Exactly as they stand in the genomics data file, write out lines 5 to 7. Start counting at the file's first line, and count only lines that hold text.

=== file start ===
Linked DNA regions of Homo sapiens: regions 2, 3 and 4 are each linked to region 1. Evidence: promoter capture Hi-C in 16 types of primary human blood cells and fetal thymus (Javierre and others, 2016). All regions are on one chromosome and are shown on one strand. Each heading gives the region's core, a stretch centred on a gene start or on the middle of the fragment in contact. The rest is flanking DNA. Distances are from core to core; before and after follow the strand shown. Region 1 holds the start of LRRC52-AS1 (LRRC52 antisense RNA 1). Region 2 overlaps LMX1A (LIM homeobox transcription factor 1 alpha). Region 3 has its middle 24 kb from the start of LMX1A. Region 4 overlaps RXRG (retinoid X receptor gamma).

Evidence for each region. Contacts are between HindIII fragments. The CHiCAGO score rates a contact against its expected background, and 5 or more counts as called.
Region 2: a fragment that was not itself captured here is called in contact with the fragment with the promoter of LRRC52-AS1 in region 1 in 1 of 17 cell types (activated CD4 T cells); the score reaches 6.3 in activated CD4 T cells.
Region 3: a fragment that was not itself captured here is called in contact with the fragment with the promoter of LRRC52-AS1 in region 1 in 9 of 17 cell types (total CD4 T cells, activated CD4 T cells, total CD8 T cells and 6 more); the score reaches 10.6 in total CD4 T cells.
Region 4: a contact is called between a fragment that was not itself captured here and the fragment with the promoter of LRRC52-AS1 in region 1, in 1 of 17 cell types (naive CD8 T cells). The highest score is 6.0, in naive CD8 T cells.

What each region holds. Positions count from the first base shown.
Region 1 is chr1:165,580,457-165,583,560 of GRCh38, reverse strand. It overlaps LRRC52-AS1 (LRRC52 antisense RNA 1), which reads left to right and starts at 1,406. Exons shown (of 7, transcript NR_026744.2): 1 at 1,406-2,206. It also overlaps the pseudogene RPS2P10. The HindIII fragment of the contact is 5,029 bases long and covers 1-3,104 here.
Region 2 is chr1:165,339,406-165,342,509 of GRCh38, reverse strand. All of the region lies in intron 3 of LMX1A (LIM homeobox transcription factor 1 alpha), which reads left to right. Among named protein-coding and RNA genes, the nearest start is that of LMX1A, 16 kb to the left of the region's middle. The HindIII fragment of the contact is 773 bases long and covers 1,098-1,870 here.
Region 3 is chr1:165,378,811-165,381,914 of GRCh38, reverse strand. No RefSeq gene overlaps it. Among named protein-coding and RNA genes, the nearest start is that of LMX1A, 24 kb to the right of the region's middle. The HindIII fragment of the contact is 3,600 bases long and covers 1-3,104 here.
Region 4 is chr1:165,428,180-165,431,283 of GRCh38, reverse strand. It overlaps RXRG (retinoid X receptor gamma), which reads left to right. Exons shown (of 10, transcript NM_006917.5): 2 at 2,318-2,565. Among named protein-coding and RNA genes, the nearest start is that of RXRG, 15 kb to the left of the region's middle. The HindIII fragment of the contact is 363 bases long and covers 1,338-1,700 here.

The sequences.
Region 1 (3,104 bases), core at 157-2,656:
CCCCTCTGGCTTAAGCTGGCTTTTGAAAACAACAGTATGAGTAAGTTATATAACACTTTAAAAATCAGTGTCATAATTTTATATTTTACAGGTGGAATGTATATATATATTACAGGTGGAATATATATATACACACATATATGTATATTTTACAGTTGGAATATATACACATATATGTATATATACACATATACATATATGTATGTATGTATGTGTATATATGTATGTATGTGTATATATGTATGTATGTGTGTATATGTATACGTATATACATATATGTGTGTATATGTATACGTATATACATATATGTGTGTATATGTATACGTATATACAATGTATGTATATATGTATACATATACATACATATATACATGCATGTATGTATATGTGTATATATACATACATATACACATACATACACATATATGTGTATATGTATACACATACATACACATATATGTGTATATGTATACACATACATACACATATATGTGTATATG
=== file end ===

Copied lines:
Region 4: a contact is called between a fragment that was not itself captured here and the fragment with the promoter of LRRC52-AS1 in region 1, in 1 of 17 cell types (naive CD8 T cells). The highest score is 6.0, in naive CD8 T cells.

What each region holds. Positions count from the first base shown.
Region 1 is chr1:165,580,457-165,583,560 of GRCh38, reverse strand. It overlaps LRRC52-AS1 (LRRC52 antisense RNA 1), which reads left to right and starts at 1,406. Exons shown (of 7, transcript NR_026744.2): 1 at 1,406-2,206. It also overlaps the pseudogene RPS2P10. The HindIII fragment of the contact is 5,029 bases long and covers 1-3,104 here.